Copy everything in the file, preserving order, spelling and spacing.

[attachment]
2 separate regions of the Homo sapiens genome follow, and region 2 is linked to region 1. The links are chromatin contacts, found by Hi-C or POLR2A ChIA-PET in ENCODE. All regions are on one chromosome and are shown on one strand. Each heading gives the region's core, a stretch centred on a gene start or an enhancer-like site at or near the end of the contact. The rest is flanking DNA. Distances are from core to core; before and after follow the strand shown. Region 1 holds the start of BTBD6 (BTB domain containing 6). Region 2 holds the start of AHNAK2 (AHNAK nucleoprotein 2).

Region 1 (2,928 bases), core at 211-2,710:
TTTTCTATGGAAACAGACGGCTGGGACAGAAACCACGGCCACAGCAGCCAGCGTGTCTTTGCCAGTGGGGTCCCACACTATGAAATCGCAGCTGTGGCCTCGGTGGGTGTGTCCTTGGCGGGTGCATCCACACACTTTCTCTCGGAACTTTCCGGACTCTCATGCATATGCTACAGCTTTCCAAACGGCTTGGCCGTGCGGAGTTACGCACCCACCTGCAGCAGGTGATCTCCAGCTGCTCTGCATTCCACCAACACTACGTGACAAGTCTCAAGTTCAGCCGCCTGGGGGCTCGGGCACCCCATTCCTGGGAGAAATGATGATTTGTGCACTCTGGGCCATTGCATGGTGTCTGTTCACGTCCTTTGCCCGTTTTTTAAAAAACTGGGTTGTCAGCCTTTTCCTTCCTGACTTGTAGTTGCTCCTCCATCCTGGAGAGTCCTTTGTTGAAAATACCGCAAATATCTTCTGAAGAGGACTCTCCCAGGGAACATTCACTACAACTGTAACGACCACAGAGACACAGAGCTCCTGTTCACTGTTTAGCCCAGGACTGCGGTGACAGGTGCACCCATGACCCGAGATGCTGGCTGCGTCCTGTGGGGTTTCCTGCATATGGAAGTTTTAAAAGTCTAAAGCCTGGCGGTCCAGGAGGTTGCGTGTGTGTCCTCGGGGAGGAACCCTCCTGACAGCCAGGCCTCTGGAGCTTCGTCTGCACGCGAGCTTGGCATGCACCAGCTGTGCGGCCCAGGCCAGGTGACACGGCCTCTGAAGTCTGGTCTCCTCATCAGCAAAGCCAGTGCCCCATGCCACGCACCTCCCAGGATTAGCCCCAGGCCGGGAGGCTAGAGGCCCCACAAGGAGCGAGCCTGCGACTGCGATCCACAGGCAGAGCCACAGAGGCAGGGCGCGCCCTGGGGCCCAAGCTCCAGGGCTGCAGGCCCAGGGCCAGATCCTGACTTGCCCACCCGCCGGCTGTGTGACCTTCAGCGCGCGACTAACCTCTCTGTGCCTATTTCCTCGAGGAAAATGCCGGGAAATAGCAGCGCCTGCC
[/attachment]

2 separate regions of the Homo sapiens genome follow, and region 2 is linked to region 1. The links are chromatin contacts, found by Hi-C or POLR2A ChIA-PET in ENCODE. All regions are on one chromosome and are shown on one strand. Each heading gives the region's core, a stretch centred on a gene start or an enhancer-like site at or near the end of the contact. The rest is flanking DNA. Distances are from core to core; before and after follow the strand shown. Region 1 holds the start of BTBD6 (BTB domain containing 6). Region 2 holds the start of AHNAK2 (AHNAK nucleoprotein 2).

Region 1 (2,928 bases), core at 211-2,710:
TTTTCTATGGAAACAGACGGCTGGGACAGAAACCACGGCCACAGCAGCCAGCGTGTCTTTGCCAGTGGGGTCCCACACTATGAAATCGCAGCTGTGGCCTCGGTGGGTGTGTCCTTGGCGGGTGCATCCACACACTTTCTCTCGGAACTTTCCGGACTCTCATGCATATGCTACAGCTTTCCAAACGGCTTGGCCGTGCGGAGTTACGCACCCACCTGCAGCAGGTGATCTCCAGCTGCTCTGCATTCCACCAACACTACGTGACAAGTCTCAAGTTCAGCCGCCTGGGGGCTCGGGCACCCCATTCCTGGGAGAAATGATGATTTGTGCACTCTGGGCCATTGCATGGTGTCTGTTCACGTCCTTTGCCCGTTTTTTAAAAAACTGGGTTGTCAGCCTTTTCCTTCCTGACTTGTAGTTGCTCCTCCATCCTGGAGAGTCCTTTGTTGAAAATACCGCAAATATCTTCTGAAGAGGACTCTCCCAGGGAACATTCACTACAACTGTAACGACCACAGAGACACAGAGCTCCTGTTCACTGTTTAGCCCAGGACTGCGGTGACAGGTGCACCCATGACCCGAGATGCTGGCTGCGTCCTGTGGGGTTTCCTGCATATGGAAGTTTTAAAAGTCTAAAGCCTGGCGGTCCAGGAGGTTGCGTGTGTGTCCTCGGGGAGGAACCCTCCTGACAGCCAGGCCTCTGGAGCTTCGTCTGCACGCGAGCTTGGCATGCACCAGCTGTGCGGCCCAGGCCAGGTGACACGGCCTCTGAAGTCTGGTCTCCTCATCAGCAAAGCCAGTGCCCCATGCCACGCACCTCCCAGGATTAGCCCCAGGCCGGGAGGCTAGAGGCCCCACAAGGAGCGAGCCTGCGACTGCGATCCACAGGCAGAGCCACAGAGGCAGGGCGCGCCCTGGGGCCCAAGCTCCAGGGCTGCAGGCCCAGGGCCAGATCCTGACTTGCCCACCCGCCGGCTGTGTGACCTTCAGCGCGCGACTAACCTCTCTGTGCCTATTTCCTCGAGGAAAATGCCGGGAAATAGCAGCGCCTGCC